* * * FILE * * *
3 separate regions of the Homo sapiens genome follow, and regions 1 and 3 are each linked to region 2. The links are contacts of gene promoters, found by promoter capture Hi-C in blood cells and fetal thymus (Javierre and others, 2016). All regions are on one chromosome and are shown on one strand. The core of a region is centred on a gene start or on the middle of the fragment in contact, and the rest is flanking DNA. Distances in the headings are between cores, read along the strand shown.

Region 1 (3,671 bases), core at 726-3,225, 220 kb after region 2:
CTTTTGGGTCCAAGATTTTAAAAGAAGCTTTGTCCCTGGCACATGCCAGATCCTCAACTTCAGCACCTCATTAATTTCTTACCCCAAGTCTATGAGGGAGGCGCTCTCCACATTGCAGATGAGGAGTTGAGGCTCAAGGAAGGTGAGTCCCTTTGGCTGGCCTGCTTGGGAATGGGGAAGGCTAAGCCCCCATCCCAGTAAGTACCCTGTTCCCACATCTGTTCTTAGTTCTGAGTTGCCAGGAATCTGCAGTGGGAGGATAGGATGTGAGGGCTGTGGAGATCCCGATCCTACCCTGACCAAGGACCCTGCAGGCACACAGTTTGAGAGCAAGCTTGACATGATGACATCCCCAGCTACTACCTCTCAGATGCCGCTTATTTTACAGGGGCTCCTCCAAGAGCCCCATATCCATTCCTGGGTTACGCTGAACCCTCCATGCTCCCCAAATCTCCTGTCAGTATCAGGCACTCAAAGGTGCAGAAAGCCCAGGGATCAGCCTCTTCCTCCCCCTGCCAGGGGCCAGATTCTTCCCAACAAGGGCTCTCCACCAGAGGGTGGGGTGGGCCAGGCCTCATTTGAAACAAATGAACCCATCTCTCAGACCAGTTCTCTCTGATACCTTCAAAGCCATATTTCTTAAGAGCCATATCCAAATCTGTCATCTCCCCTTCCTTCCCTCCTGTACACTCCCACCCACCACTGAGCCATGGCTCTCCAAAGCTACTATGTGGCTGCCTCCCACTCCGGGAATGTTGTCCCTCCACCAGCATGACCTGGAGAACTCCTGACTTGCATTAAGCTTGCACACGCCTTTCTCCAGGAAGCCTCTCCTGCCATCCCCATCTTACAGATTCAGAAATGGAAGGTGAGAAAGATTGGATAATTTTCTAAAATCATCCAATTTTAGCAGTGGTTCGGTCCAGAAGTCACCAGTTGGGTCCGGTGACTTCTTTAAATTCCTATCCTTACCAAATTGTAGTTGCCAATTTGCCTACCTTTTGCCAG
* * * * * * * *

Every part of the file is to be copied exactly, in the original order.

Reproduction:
3 separate regions of the Homo sapiens genome follow, and regions 1 and 3 are each linked to region 2. The links are contacts of gene promoters, found by promoter capture Hi-C in blood cells and fetal thymus (Javierre and others, 2016). All regions are on one chromosome and are shown on one strand. The core of a region is centred on a gene start or on the middle of the fragment in contact, and the rest is flanking DNA. Distances in the headings are between cores, read along the strand shown.

Region 1 (3,671 bases), core at 726-3,225, 220 kb after region 2:
CTTTTGGGTCCAAGATTTTAAAAGAAGCTTTGTCCCTGGCACATGCCAGATCCTCAACTTCAGCACCTCATTAATTTCTTACCCCAAGTCTATGAGGGAGGCGCTCTCCACATTGCAGATGAGGAGTTGAGGCTCAAGGAAGGTGAGTCCCTTTGGCTGGCCTGCTTGGGAATGGGGAAGGCTAAGCCCCCATCCCAGTAAGTACCCTGTTCCCACATCTGTTCTTAGTTCTGAGTTGCCAGGAATCTGCAGTGGGAGGATAGGATGTGAGGGCTGTGGAGATCCCGATCCTACCCTGACCAAGGACCCTGCAGGCACACAGTTTGAGAGCAAGCTTGACATGATGACATCCCCAGCTACTACCTCTCAGATGCCGCTTATTTTACAGGGGCTCCTCCAAGAGCCCCATATCCATTCCTGGGTTACGCTGAACCCTCCATGCTCCCCAAATCTCCTGTCAGTATCAGGCACTCAAAGGTGCAGAAAGCCCAGGGATCAGCCTCTTCCTCCCCCTGCCAGGGGCCAGATTCTTCCCAACAAGGGCTCTCCACCAGAGGGTGGGGTGGGCCAGGCCTCATTTGAAACAAATGAACCCATCTCTCAGACCAGTTCTCTCTGATACCTTCAAAGCCATATTTCTTAAGAGCCATATCCAAATCTGTCATCTCCCCTTCCTTCCCTCCTGTACACTCCCACCCACCACTGAGCCATGGCTCTCCAAAGCTACTATGTGGCTGCCTCCCACTCCGGGAATGTTGTCCCTCCACCAGCATGACCTGGAGAACTCCTGACTTGCATTAAGCTTGCACACGCCTTTCTCCAGGAAGCCTCTCCTGCCATCCCCATCTTACAGATTCAGAAATGGAAGGTGAGAAAGATTGGATAATTTTCTAAAATCATCCAATTTTAGCAGTGGTTCGGTCCAGAAGTCACCAGTTGGGTCCGGTGACTTCTTTAAATTCCTATCCTTACCAAATTGTAGTTGCCAATTTGCCTACCTTTTGCCAG